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alternative firings (solar) - long, technical, possibly boring,

updated wed 12 may 99


Bruce Girrell on tue 11 may 99

This subject keeps coming up from time to time. I've been resisting the urge
to jump in, but just can't stand it any longer.

Solar kilns are indeed possible. It's a matter of how much work and money
you want to put into one for what you get.

The Advanced Ceramic Manual by John Conrad shows a couple of sketches for
mirror and fresnel lens kilns, but don't rush out to buy the book to get the
sketches - they are very basic and show principle only - you wouldn't really
want to build it the way they are shown (for example, the mirror version
shows the focal point up in the air with the opening facing downward.
Anything that you put in the kiln would fall out!)

Probably more significant is this comment:

"Solar firing has limited use, but it can be an interesting challenge. Paul
Soldner has done several experiments using both mirrors and fresnel lenses.
Mirrors are positioned in such a way that the sunlight is reflected into the
chamber of a small kiln, and every few minutes the mirrors are moved to
maintain the light in the chamber. A fresnel lens is placed the proper
distance from the kiln chamber facing the sun and is moved every so often to
maintain light in the chamber. Temperatures up to 871 deg C are possible in
a six inch cube chamber to fire small pots."

I'm not sure where the 871 degree figure came from. The temperature is
pretty much limited only by how much solar energy you can concentrate on
your target. Some solar furnaces can produce very high temperatures.

The largest solar furnace that I know of is operated by The Sciences and
Materials and Process Engineering Institute of the French National Center
for Scientific Research (CNRS) at Odeillo France. For a nice picture of its
concentrator see

The Odellio furnace is rated at 1000KW and can reach temperatures over 3000
deg C.

In the US, the largest installation is at Sandia Labs in Albuquerque, New
Mexico. Check out the following site for a picture of the installation.

Other large facilities in the US are at Georgia Tech and at White Sands.
There is also a very large solar installation called Solar Two in the Mojave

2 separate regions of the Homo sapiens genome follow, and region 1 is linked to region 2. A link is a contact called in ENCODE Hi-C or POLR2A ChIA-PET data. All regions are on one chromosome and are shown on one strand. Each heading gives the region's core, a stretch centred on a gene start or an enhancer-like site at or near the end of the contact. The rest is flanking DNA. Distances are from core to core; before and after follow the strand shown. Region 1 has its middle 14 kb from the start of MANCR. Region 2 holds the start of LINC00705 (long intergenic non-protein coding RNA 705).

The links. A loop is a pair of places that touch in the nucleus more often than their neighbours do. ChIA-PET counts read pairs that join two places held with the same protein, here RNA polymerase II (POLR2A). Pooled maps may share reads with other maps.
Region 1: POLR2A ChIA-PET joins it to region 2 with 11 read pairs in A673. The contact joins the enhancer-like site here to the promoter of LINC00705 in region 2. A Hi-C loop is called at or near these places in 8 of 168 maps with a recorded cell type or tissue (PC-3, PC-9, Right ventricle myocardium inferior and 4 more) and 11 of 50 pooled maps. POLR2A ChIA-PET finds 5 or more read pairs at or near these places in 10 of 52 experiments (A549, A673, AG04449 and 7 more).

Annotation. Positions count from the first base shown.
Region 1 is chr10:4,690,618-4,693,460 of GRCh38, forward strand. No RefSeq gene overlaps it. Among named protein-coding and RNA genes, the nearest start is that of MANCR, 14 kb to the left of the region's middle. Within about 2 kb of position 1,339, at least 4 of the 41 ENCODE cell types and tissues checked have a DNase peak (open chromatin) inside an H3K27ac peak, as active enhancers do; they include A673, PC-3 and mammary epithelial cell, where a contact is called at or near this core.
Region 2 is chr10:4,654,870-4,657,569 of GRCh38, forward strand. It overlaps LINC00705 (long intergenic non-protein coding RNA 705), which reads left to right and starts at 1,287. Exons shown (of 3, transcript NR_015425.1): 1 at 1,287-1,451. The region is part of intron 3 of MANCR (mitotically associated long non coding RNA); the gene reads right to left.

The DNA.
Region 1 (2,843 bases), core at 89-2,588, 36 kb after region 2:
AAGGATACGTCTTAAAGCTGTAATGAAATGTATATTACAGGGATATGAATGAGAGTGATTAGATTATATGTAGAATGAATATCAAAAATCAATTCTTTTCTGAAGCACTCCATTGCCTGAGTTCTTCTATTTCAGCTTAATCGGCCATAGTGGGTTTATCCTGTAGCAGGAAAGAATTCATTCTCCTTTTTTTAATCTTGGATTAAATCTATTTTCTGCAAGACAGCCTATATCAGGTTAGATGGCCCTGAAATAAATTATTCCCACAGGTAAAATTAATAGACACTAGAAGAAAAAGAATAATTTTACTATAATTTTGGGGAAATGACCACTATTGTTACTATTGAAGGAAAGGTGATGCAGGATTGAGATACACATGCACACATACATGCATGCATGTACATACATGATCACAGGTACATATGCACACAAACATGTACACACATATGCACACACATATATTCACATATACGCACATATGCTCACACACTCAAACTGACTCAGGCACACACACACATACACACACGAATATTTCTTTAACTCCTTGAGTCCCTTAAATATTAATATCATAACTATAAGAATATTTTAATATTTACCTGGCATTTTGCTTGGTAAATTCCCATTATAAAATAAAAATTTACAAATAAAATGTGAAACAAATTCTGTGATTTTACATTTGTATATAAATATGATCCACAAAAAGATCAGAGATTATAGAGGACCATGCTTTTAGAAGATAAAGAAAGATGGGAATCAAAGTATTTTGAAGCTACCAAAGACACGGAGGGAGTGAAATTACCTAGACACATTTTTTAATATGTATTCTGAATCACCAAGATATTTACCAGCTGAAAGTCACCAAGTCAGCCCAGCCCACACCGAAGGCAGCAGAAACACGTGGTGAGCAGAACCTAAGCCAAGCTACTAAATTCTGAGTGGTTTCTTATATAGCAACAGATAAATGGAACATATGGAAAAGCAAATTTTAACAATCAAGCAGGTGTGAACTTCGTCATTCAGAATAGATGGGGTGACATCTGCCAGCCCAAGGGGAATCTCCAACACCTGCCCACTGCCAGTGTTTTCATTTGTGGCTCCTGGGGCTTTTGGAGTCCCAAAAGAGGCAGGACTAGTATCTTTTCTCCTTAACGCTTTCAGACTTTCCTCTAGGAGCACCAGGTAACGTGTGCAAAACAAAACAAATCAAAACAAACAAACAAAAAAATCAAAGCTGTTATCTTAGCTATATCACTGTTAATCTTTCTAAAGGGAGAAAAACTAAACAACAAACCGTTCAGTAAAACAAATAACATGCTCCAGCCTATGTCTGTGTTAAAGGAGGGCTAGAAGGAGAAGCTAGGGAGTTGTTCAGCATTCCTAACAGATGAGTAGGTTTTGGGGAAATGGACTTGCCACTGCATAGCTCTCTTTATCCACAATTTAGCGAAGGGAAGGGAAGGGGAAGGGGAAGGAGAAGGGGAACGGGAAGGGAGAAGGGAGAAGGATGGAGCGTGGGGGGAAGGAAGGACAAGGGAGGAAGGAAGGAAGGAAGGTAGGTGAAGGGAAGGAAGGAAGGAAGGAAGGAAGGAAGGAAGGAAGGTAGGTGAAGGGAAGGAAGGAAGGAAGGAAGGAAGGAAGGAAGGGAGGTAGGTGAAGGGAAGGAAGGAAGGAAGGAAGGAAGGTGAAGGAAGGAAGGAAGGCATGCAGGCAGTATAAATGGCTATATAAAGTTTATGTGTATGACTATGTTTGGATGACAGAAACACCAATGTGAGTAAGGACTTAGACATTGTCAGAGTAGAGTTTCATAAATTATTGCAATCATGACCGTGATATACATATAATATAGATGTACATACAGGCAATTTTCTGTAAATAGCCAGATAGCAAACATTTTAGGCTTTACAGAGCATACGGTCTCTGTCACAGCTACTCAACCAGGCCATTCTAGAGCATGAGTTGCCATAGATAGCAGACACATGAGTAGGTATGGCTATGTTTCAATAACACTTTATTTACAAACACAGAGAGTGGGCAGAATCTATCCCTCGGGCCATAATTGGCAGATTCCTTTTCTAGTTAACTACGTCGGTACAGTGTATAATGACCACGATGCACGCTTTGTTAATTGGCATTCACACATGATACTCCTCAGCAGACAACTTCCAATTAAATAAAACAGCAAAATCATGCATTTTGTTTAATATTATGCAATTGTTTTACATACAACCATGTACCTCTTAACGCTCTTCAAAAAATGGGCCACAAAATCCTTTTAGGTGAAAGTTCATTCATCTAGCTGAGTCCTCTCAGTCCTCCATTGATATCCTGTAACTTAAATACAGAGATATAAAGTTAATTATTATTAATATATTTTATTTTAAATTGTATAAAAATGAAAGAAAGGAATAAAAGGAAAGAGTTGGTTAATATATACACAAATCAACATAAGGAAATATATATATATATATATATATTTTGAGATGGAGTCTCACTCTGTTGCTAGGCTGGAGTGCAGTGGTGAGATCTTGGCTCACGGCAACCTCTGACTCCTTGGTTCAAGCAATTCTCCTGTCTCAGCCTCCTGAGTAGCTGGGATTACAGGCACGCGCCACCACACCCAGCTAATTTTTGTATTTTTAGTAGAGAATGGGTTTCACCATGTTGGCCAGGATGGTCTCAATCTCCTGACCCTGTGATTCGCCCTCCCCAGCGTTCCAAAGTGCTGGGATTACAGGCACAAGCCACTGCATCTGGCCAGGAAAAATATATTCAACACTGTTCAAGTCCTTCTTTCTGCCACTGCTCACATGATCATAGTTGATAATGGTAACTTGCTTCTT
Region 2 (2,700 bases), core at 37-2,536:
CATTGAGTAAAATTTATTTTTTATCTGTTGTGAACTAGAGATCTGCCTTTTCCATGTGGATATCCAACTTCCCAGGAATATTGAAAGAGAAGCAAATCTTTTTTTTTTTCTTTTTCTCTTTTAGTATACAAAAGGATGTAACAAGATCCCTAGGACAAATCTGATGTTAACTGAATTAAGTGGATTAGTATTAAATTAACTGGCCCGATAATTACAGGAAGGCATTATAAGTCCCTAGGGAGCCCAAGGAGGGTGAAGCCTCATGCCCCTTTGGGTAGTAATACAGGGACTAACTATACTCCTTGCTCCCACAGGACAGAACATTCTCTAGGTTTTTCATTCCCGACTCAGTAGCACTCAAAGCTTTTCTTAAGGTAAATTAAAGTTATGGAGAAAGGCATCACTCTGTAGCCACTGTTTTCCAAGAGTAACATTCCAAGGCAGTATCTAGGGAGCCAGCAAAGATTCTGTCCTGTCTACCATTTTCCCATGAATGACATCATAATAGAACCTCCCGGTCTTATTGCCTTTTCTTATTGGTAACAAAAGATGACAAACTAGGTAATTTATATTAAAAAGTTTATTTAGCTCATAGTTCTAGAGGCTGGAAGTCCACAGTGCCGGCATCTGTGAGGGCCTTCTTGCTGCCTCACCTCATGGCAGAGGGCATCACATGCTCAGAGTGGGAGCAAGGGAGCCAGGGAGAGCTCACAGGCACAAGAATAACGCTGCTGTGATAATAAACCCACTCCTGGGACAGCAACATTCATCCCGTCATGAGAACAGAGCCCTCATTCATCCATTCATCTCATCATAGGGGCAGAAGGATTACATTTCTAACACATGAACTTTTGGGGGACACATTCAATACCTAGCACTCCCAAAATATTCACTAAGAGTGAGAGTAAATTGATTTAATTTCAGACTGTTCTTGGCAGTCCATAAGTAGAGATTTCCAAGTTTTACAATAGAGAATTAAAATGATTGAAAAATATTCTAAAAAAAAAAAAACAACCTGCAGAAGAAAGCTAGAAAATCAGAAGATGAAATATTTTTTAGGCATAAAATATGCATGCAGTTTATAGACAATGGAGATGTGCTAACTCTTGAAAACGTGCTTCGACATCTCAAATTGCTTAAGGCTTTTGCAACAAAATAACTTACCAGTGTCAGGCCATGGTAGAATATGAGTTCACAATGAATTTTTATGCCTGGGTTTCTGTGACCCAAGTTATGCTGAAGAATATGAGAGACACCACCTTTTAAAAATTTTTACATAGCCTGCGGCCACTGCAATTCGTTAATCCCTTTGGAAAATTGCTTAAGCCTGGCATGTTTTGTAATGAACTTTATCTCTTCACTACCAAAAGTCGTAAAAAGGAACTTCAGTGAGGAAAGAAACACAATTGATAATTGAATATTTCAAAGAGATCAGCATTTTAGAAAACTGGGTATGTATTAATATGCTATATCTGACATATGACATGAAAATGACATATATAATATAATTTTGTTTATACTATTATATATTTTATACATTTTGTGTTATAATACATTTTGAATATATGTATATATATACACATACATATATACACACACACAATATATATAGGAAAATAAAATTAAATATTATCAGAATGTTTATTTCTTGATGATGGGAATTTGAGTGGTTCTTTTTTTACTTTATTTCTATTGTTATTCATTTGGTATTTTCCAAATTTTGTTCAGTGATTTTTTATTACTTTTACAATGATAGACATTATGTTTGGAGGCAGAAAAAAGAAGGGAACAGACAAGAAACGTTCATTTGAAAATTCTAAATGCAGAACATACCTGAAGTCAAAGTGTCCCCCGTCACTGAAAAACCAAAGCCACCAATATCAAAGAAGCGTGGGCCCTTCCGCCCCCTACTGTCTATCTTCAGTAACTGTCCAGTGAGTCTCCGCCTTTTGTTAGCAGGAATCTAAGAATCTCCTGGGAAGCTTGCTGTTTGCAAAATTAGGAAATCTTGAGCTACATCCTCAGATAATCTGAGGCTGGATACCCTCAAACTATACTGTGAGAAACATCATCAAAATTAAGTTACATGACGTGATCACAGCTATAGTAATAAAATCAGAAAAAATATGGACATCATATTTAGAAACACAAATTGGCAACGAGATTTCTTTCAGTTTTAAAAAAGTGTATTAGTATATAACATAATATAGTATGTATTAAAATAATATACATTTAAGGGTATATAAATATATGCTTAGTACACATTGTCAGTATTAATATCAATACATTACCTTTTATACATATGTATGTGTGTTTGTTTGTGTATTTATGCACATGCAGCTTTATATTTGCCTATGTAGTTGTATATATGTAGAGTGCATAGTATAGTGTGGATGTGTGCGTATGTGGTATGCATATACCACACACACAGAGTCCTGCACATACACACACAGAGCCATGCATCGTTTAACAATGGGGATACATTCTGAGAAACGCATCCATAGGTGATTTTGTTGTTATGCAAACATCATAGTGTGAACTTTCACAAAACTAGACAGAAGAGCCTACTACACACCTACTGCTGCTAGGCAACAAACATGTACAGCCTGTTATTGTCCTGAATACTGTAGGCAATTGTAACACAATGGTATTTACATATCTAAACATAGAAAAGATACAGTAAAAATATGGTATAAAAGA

desert. It is an electrical power generation installation, though, producing
up to 10 megawatts of power. See

Finally, there is a facility operated by the National Renewable Energy
Laboratory, Golden Colorado, called the High Flux Solar Furnace. I don't
know if it is completed yet, but when complete it is estimated to produce
the heat of 50,000 suns and will be the hottest solar furnace on Earth,
though its output will be only 1 kW. See

I doubt that any of us are monetarily up to matching those facilities, but
it does show what can be done, given the resources.

Somewhere between these giant facilities and Conrad's (or is it Soldner's?)
871 degree six-inch cube, I think that there may be a reasonable
compromise. Solar furnaces typically have three parts, four if you count the
target. The first part is called a heliostat. It is a flat mirror or array
of flat mirrors with drive motors and bearings to allow them to rotate with
the Earth's movement, thereby keeping the sun's light pointed at the next
major subsystem, the concentrator.

The concentrator can be a concave mirror (a parabaloid) or a convex lens. In
a lens system fresnel lenses are almost always employed because of their
light weight and lower cost. The concentrator does not have to be a single
unit. It, like the heliostats, can be an array of mirrors or lenses.

The third part is some means of controlling the solar energy, usually a
shutter or venetian blind like array set far enough in front of the focal
point that it does not melt.

The final part is the target, which is your kiln. How to best make use of
the heat that you have collected (how do you distribute it so that the back
side of an object is heated in the same manner as the front, for example)
will be an interesting engineering challenge.

Back to the heliostats for a second. The following site is run by a guy who
is trying to produce heliostats at a reasonable price and contains a lot of
information and links about solar energy products:

I would think that the design approach would be to start at the target and
determine your solar flux needs at that point, taking into account losses
incurred in redistributing your concentrated heat. That, then, should
determine how much mirror area you need in your concentrator and heliostats
(there are losses at each of those points, as well). Then you can calculate
the cost of the subsystems and see if it will be practical for you. Don't
forget to add a small computer for running the heliostats and a
photovoltaic/battery system to power the controls. I would expect that you
could get a small kiln operating for about US$5000.

Costs can be reduced by keeping the target area small and well insulated -
the same as any kiln. Also, a design temperature of cone 06 would require
much less mirror area than a design for cone 10.

I do not currently have the time or money to apply to a project like this. I
do, however, have an engineering background, I am a computer programmer, and
I have had an interest in solar energy for many years. If someone else is
interested in pursuing such a project and needs help with the math or design
work, I can help. Otherwise, it will have to wait until Lynne and I can move
back to Arizona.

Bruce Girrell
who would love to have nothing more to do than build one of these things